Skip to main content
Part of complete coverage on

Thorpe's legacy: Native American's Olympic dream

By Paul Gittings, for CNN
May 24, 2012 -- Updated 1328 GMT (2128 HKT)
Mary Killman will be the youngest member of the U.S. synchronized swimming team at the London 2012 Olympics. Mary Killman will be the youngest member of the U.S. synchronized swimming team at the London 2012 Olympics.
HIDE CAPTION
Technical artistry
Qualifying success
Silver medal
Olympic teammates
Early promise
Inspired by a legend
<<
<
1
2
3
4
5
6
>
>>
STORY HIGHLIGHTS
  • Mary Killman will be competing in her first Olympics in London
  • The 21-year-old will be youngest member of the U.S. Synchronized Swimming team
  • Killman inspired by exploits of Olympic legend Jim Thorpe, also a Native American
  • She is a proud member of the Citizen Potawatomi Nation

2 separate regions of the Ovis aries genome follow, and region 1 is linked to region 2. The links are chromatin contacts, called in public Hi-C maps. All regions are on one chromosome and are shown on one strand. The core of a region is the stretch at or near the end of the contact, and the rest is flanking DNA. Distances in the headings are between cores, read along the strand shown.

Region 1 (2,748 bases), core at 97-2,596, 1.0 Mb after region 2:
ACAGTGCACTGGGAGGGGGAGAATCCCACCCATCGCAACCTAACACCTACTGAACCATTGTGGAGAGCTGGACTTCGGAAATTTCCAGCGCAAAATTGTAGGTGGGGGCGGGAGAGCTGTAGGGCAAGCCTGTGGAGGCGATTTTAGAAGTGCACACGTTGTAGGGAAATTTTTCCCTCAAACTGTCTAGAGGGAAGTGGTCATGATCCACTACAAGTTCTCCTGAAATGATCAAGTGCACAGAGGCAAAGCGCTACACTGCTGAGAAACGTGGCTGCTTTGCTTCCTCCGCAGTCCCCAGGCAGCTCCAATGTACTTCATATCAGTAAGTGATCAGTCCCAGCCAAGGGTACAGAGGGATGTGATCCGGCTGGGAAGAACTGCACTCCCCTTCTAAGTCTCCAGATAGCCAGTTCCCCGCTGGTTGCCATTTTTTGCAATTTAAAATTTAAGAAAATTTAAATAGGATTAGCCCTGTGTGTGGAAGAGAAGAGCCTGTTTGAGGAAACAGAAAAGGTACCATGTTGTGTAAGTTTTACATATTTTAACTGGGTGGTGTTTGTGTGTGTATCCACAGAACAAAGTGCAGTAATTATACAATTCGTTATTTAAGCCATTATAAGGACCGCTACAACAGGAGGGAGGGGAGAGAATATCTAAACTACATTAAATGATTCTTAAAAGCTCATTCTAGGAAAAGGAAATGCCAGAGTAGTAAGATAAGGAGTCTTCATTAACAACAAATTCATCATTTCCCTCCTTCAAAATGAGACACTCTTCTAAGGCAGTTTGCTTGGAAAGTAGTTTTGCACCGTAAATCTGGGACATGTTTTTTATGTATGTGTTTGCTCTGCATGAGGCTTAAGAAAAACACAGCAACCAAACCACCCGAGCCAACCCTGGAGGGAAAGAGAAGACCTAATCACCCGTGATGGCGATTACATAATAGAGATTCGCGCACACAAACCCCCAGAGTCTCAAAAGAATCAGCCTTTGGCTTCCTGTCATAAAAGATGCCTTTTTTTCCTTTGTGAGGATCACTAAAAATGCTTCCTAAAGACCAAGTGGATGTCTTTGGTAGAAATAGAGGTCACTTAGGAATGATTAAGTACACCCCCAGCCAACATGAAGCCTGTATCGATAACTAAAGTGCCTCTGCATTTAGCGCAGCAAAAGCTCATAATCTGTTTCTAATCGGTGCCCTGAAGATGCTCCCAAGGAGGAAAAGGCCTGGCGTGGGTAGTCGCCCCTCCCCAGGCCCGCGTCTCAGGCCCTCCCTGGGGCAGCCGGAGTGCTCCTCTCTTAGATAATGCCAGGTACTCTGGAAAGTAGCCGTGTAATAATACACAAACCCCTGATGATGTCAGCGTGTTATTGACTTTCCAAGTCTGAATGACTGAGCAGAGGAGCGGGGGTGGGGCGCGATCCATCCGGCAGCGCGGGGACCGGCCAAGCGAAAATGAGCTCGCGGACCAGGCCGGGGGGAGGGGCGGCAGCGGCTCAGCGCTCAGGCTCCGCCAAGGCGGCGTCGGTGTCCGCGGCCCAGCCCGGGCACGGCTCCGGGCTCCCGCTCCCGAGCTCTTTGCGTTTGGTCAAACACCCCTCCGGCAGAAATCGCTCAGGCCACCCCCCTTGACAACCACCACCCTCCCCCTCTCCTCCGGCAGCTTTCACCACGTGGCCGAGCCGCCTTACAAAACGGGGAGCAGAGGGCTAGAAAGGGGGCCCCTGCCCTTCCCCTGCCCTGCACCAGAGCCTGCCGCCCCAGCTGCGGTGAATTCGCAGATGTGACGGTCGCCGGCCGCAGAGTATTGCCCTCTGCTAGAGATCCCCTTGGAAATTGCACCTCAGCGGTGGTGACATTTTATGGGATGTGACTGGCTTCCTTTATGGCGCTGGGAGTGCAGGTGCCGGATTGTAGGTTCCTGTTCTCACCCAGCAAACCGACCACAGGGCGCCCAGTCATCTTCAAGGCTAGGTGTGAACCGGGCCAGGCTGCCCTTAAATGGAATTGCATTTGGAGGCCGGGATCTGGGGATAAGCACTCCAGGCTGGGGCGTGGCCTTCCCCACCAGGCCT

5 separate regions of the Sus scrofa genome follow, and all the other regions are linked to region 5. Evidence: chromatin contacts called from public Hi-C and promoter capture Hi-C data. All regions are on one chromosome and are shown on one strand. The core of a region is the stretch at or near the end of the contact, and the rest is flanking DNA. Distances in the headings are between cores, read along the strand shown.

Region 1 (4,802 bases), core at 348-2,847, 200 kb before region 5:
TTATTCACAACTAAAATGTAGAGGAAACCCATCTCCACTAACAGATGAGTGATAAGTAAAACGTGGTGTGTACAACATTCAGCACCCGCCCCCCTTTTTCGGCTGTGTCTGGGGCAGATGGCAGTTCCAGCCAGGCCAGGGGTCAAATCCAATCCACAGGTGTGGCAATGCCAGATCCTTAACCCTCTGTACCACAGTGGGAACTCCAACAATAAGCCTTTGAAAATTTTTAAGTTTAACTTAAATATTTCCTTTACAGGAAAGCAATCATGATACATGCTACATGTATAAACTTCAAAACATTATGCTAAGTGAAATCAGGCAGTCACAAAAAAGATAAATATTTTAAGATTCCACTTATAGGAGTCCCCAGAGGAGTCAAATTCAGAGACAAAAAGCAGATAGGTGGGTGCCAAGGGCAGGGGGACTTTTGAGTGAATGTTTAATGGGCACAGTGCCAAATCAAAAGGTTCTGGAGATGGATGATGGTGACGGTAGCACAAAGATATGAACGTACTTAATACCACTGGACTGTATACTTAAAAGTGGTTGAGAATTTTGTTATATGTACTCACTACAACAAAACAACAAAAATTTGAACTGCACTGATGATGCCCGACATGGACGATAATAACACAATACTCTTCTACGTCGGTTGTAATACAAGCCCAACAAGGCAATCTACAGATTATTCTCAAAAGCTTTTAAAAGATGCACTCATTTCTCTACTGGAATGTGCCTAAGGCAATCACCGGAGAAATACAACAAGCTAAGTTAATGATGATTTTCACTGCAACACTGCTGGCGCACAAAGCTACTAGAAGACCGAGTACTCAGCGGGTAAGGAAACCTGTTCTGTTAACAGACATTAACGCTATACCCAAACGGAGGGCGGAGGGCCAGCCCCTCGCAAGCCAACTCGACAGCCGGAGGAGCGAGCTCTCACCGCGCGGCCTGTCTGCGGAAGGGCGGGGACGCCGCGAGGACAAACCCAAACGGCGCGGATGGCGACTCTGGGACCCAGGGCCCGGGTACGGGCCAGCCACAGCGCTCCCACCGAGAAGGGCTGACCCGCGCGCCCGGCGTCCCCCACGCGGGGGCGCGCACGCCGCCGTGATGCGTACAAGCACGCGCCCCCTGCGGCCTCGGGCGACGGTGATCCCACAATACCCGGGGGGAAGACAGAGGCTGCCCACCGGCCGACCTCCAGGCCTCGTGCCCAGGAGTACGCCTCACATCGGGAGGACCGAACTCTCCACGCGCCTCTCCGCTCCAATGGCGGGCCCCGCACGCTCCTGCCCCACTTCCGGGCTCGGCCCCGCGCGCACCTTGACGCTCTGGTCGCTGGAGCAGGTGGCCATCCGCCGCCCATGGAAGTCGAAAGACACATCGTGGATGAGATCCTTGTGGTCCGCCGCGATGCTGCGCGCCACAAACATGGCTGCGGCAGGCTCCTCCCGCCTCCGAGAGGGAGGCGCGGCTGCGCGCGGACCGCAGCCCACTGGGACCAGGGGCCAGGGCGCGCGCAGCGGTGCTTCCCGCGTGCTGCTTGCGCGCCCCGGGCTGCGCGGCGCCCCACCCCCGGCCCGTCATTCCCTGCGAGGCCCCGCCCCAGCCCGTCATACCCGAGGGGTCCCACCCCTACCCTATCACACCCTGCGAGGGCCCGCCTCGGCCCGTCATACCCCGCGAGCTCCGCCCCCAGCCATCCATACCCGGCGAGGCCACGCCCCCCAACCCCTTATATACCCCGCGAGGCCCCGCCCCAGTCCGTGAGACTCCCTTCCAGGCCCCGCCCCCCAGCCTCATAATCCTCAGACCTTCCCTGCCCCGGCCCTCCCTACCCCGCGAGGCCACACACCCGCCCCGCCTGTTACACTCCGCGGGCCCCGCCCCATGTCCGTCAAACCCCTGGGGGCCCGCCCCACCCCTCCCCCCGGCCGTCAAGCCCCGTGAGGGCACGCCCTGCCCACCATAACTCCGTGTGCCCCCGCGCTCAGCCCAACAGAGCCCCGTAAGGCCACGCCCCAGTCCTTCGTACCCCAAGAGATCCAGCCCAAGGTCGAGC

(CNN) -- A century after her childhood inspiration Jim Thorpe won two gold medals at the Stockholm Olympics, synchronized swimmer Mary Killman will be competing in her first Games in London this year.

Like the legendary athlete, Killman comes from a part Native American background in Oklahoma, and is a registered member of Citizen Potawatomi Nation (CPN).

Thorpe, who grew up in the Sac and Fox Nation, was spoken of in hushed tones by her elders.

"I'm very proud of my background," Killman told CNN. Her tribe are proud of her as well, regularly highlighting her achievements in their publications.

In her first solo synchronized swimming competition in 2003, Killman's routine was set to North American flute music and she wore a decoration of the CPN seal on her hip.

While growing up, she visited the house where Thorpe had lived -- and he was the subject of one of her school projects.

Human to Hero: Mary Killman
'Fast Girls': Feel-good Olympics film